Days after new sexual misconduct allegations were made against celebrity chef Mario Batali, his company announced Friday that it will close its three Las Vegas restaurants July 27. Employees of Carnevino Italian Steakhouse, B&B Ristorante and Otto Enoteca e Pizzeria, all located in The Venetian and Palazzo resorts, were informed of the decision Friday morning. Bastianich is scheduled to visit the restaurants Friday to speak to employees about the next two months of operation as well as how the company plans to help them transition to new positions.
Nevada has its first cybersecurity apprenticeship program
The Learning Center education company in Las Vegas has launched the first apprenticeship program for cybersecurity in Nevada. It was approved by the State Apprenticeship Council on May 15. (K.M. Cannon/Las Vegas Review-Journal)
Las Vegas union members voting to authorize the right to strike
Thousands of Las Vegas union members voting Tuesday morning to authorize the right to strike. A “yes” vote would give the union negotiating committee the power to call a strike anytime after June 1 at the resorts that fail to reach an agreement. (Todd Prince/Las Vegas Review-Journal)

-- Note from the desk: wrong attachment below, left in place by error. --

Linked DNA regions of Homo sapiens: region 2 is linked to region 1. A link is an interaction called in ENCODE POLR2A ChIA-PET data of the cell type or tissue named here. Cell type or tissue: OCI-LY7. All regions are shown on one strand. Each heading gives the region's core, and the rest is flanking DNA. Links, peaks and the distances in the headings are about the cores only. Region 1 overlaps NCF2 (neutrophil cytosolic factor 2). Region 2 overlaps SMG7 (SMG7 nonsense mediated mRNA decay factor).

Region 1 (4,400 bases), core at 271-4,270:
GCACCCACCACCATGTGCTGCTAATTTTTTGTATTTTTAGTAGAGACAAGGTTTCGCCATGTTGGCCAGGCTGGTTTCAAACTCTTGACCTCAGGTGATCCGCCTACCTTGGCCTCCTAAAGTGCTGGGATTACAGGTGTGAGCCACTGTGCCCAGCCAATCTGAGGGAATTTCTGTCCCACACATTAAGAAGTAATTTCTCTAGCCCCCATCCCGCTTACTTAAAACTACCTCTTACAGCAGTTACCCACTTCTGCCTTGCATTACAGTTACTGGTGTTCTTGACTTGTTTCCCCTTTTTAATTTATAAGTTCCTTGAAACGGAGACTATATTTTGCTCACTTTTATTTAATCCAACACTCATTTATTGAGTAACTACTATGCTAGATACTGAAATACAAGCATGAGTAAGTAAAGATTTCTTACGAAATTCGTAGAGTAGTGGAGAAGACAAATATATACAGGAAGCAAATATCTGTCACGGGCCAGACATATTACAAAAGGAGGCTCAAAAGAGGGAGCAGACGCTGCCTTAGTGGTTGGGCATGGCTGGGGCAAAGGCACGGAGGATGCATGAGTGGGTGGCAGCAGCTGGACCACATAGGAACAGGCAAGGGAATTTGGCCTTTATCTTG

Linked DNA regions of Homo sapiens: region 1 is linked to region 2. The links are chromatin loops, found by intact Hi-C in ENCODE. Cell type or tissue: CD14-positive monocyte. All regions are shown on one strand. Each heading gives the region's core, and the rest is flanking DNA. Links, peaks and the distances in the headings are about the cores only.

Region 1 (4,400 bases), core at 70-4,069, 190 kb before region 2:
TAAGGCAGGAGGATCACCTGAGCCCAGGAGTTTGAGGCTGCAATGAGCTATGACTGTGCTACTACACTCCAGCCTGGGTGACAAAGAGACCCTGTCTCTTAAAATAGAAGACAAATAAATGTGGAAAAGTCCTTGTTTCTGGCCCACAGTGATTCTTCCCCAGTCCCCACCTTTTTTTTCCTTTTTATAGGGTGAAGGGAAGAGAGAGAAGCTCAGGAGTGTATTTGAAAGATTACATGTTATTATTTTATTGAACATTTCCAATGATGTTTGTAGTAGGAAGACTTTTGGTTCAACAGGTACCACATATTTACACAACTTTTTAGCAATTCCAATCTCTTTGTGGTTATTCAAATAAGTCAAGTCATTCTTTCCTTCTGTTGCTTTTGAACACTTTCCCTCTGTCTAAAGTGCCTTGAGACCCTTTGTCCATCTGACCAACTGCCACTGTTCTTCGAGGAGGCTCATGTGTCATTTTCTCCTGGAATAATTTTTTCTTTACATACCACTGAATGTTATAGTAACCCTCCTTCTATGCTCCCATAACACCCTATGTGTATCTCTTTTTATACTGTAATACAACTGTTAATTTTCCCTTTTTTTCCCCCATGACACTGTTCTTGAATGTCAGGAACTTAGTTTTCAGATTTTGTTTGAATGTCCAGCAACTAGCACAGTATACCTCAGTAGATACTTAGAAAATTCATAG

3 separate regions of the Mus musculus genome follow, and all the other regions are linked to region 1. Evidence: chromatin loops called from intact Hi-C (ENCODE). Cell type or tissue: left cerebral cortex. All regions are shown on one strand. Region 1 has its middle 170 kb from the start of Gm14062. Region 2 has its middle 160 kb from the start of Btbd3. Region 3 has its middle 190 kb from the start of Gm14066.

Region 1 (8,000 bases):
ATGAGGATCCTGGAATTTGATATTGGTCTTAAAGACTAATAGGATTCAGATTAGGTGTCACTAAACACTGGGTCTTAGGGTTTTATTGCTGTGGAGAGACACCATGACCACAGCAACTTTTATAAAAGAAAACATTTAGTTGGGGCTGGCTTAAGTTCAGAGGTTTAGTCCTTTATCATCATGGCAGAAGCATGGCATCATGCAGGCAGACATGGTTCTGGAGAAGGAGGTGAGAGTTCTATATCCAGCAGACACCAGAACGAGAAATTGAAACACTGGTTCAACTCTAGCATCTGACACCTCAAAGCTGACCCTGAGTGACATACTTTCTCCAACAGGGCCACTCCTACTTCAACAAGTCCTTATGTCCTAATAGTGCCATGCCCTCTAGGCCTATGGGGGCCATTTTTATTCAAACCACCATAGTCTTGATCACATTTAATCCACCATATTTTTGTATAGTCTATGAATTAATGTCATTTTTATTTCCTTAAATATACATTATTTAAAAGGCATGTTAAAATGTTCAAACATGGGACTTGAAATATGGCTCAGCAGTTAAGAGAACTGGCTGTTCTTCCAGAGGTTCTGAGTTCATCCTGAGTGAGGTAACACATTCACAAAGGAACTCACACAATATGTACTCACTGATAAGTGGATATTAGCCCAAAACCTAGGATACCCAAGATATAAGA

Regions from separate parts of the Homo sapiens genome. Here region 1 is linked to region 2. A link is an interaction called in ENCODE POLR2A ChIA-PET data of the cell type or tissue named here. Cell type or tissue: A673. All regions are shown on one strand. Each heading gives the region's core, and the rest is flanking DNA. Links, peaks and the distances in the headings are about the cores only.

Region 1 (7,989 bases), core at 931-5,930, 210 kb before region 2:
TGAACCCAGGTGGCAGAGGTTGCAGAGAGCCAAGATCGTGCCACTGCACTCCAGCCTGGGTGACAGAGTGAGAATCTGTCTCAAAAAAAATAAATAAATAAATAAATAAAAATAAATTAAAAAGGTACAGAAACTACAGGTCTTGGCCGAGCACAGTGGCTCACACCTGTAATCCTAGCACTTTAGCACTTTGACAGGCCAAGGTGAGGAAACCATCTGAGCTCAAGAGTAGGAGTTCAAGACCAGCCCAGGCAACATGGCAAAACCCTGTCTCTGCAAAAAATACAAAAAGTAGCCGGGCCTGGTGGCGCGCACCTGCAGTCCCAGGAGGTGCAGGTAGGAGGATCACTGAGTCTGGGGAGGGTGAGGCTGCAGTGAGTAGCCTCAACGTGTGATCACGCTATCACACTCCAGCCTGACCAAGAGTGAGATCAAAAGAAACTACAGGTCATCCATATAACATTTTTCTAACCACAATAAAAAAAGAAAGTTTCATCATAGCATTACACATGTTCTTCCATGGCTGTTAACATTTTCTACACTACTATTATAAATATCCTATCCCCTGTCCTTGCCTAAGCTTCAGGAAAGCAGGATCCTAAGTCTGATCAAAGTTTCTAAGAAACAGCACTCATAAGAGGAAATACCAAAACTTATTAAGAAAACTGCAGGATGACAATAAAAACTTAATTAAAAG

Small businesses struggle to find qualified candidates
A 2018 survey found that over two-thirds of small businesses in Nevada find it somewhat to very difficult to recruit qualified candidates. Bailey Schulz/Las Vegas Review-Journal
Nevada secretary of state website offers little protection against fraudulent business filings
Property developer Andy Pham tells how control of his business was easily seized by another person using the secretary of state website.
Caesars may be going solo in its marijuana policy